This week’s episode is a long-read of the deep. Sonically and in the literary text.

Veteran playmakers lurk in the shadows. They put in the hard work and they go on an experimental odyssey of audio art actualization. They are not flashy, but they matter in the dystopian age of instant hits. The counterbalance is the youth and their eagerness to discover. They can spend 16 hours consistently with “flow” embedded in their prefrontal cortex. Bursting with ideas and never tire of toiling in the pursuit of the ultimate goal of being discovered and recognized.

The polarity of music innovation. Or is it parallel?

Leeds, UK native, Planar is that so-called long term strategy music producer who revels in anonymity. Yes, I could have just released this piece of beautiful mixing composition as a stand-alone. This dichotomy had me tossing and turning during the night for days now. This thirst of curiosity could not be ignored any longer, so I proceed to click on the SoundCloud messenger, typed into the form and posed a question: “They say that the exuberance of youth is at the center of innovation, but do you think that age is irrelevant as long as you can predict the future?”.

I remember at 11, the excitement of a new edition of an animal encyclopedia I subscribed to had arrived. The scent of new pages was my stimulus for arduous study. From my standpoint, motivation would lead you towards a deeper dive into a very involved subject. What is your opinion on this?

Most non-trivial activities have almost onion-like layers in terms of depth and steps toward mastery. Usually, to go a layer further towards a complete knowledge of something requires some form of motivation. I definitely think as you get deeper and deeper into each layer, the cost to move further down becomes greater. I actually think what’s most interesting about this is the forms that motivation can take to traverse these depths. In your case, it was a material thing to focus on and learn from. But most of us are motivated, in a very different way, to do our jobs and improve at them because we want to lead more comfortable lives or earn enough money to feed our families. But motivation can be found in other ways as you’ve just bought something, so now you feel motivated to get the most out of your investment. Or you just want to better yourself and you’re motivated by your sense of self-improvement. Perhaps you’re motivated by what you’re feeling at that time and you need to express it, mastery becomes almost a by-product in those kinds of scenarios.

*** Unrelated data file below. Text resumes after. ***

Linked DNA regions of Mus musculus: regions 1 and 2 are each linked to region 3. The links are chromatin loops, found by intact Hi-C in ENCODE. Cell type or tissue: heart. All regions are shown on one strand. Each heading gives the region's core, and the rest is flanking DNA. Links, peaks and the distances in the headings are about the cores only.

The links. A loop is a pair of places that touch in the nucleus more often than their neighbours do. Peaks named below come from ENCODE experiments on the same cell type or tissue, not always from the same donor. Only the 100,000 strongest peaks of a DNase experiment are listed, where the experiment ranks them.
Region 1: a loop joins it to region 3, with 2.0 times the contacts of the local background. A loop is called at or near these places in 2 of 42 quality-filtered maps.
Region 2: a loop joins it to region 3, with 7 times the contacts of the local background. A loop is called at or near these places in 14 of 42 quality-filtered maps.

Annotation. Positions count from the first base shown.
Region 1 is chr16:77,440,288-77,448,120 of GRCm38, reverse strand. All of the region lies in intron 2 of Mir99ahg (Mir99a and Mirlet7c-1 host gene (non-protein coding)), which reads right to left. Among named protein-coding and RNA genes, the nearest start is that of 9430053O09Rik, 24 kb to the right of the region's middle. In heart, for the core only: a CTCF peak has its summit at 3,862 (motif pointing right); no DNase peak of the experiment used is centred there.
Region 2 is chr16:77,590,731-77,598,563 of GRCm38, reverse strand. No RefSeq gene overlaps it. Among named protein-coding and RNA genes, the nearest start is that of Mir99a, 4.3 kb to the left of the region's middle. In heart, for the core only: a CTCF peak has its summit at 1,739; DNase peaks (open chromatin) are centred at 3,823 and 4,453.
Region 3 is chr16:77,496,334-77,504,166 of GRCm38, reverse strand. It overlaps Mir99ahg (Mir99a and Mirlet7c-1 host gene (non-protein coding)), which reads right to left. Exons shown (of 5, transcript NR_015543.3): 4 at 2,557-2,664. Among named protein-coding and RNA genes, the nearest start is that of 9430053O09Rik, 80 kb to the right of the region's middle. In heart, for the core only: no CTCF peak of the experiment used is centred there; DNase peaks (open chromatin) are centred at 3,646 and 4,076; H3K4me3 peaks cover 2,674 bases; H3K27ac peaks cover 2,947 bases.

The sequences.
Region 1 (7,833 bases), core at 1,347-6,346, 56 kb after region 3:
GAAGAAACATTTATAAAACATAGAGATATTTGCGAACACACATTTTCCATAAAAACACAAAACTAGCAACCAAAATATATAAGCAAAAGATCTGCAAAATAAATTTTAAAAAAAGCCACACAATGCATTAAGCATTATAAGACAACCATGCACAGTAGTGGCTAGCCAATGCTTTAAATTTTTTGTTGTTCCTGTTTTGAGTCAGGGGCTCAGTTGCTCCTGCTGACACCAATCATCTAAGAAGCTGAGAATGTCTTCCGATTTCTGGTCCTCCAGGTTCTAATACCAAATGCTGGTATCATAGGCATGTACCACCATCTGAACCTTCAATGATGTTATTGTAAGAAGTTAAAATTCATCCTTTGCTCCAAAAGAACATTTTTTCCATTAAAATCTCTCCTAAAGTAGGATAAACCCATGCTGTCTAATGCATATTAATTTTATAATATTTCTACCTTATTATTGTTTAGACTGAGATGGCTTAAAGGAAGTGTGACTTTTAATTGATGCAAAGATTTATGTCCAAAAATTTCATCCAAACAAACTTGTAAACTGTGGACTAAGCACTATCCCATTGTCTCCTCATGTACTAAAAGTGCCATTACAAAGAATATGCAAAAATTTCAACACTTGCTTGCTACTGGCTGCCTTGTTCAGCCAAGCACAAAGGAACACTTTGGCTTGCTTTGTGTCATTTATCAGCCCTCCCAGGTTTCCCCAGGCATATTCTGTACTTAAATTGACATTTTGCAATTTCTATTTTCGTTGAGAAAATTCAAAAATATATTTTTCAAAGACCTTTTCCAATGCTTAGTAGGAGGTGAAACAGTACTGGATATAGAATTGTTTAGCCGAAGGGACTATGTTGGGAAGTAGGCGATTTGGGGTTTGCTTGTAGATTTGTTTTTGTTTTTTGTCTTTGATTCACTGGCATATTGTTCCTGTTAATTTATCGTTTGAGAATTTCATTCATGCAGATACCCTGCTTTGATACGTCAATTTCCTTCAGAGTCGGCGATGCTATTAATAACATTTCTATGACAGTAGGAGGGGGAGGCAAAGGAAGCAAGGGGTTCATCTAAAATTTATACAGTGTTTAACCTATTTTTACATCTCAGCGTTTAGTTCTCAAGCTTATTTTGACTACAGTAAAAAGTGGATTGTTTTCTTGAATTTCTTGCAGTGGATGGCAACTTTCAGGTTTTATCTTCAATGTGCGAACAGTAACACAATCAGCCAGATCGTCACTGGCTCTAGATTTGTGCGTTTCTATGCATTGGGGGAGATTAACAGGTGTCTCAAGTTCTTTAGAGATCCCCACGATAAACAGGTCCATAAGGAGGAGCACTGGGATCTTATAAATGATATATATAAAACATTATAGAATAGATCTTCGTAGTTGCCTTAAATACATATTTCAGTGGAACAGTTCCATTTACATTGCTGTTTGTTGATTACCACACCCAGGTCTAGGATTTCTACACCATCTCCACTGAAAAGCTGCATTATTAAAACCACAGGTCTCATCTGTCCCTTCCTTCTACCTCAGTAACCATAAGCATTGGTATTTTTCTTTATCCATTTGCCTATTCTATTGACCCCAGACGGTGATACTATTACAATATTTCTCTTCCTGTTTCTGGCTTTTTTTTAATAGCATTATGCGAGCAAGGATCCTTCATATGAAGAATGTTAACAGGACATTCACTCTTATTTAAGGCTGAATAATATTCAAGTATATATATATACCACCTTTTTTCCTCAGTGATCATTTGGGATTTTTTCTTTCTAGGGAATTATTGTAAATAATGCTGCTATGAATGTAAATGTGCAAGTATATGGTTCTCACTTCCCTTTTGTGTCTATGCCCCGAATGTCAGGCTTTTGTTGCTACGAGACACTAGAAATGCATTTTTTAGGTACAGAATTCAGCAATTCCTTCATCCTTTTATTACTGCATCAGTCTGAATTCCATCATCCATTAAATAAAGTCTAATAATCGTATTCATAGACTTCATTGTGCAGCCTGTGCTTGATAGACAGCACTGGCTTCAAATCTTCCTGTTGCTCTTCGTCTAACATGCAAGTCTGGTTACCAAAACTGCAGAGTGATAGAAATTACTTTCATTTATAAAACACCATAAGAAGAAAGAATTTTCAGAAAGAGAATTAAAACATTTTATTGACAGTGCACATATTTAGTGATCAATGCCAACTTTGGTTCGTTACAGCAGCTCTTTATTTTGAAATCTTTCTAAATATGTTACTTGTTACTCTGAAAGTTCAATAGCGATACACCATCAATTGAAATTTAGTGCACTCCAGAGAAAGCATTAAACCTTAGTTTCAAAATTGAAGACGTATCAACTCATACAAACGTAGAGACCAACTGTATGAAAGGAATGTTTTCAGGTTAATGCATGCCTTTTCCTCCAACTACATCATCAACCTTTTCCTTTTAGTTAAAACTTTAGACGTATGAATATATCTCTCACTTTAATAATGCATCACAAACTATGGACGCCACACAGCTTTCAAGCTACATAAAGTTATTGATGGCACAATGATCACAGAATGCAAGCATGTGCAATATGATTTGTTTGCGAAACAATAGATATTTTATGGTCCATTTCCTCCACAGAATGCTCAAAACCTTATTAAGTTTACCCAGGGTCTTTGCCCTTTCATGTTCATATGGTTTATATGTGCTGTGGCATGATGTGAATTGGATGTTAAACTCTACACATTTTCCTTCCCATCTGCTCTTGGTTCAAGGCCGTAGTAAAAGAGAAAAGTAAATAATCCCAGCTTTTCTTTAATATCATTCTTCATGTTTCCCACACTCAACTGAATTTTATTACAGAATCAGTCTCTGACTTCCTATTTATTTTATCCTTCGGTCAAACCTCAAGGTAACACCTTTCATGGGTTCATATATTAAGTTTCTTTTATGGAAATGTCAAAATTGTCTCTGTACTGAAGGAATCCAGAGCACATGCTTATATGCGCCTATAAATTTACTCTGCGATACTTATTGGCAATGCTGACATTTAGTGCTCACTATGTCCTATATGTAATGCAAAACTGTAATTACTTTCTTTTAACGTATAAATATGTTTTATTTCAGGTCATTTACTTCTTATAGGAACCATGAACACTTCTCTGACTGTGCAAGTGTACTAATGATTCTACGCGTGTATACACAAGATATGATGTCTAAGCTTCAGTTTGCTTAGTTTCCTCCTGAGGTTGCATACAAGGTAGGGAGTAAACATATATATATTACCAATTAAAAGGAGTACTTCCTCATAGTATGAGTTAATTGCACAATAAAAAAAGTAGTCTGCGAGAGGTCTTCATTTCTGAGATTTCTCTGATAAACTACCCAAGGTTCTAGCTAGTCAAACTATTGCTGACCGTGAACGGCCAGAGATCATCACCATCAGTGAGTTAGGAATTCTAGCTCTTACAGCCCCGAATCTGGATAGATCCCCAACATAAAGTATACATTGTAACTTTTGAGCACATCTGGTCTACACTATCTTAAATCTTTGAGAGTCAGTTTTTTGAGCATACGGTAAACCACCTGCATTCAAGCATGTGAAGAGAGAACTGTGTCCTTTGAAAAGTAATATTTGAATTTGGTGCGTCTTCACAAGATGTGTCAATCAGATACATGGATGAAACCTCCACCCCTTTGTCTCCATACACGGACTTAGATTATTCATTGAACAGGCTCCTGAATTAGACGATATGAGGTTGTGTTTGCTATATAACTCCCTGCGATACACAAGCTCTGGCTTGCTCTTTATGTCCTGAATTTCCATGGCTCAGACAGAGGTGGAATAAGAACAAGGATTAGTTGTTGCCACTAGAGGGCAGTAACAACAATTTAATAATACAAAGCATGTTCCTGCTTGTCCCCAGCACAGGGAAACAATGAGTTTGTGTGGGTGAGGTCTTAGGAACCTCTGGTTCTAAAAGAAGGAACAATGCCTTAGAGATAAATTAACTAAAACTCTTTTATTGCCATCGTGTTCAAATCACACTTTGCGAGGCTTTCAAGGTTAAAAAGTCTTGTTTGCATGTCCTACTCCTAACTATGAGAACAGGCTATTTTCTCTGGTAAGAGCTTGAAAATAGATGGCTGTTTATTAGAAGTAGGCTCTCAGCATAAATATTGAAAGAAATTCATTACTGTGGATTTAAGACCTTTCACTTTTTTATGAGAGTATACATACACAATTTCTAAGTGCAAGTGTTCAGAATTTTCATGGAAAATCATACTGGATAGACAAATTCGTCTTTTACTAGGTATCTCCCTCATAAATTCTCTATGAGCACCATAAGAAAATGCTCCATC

With that thought in mind, I want to paint 2 scenarios.A) A 17 yr.old producer who hits it big on their first try. Global recognition with a thin resume backing it. Afterward, many singles and albums later (now 21), they are still around; however, their lack of innovativeness is their stumbling block. They never made it to the critical lists or had the ear of the tastemakers. B) A 52 yr.old producer who was always under the radar. Had some critical hits for many years, but never seem to get over that hump of success. Always experimenting and keeping up with current trends, but never succumbing to the tropes. The thought of success will never cross because it has eluded him/her so long. Is It an age that determines depth or is the ambition of youth that determines your trajectory?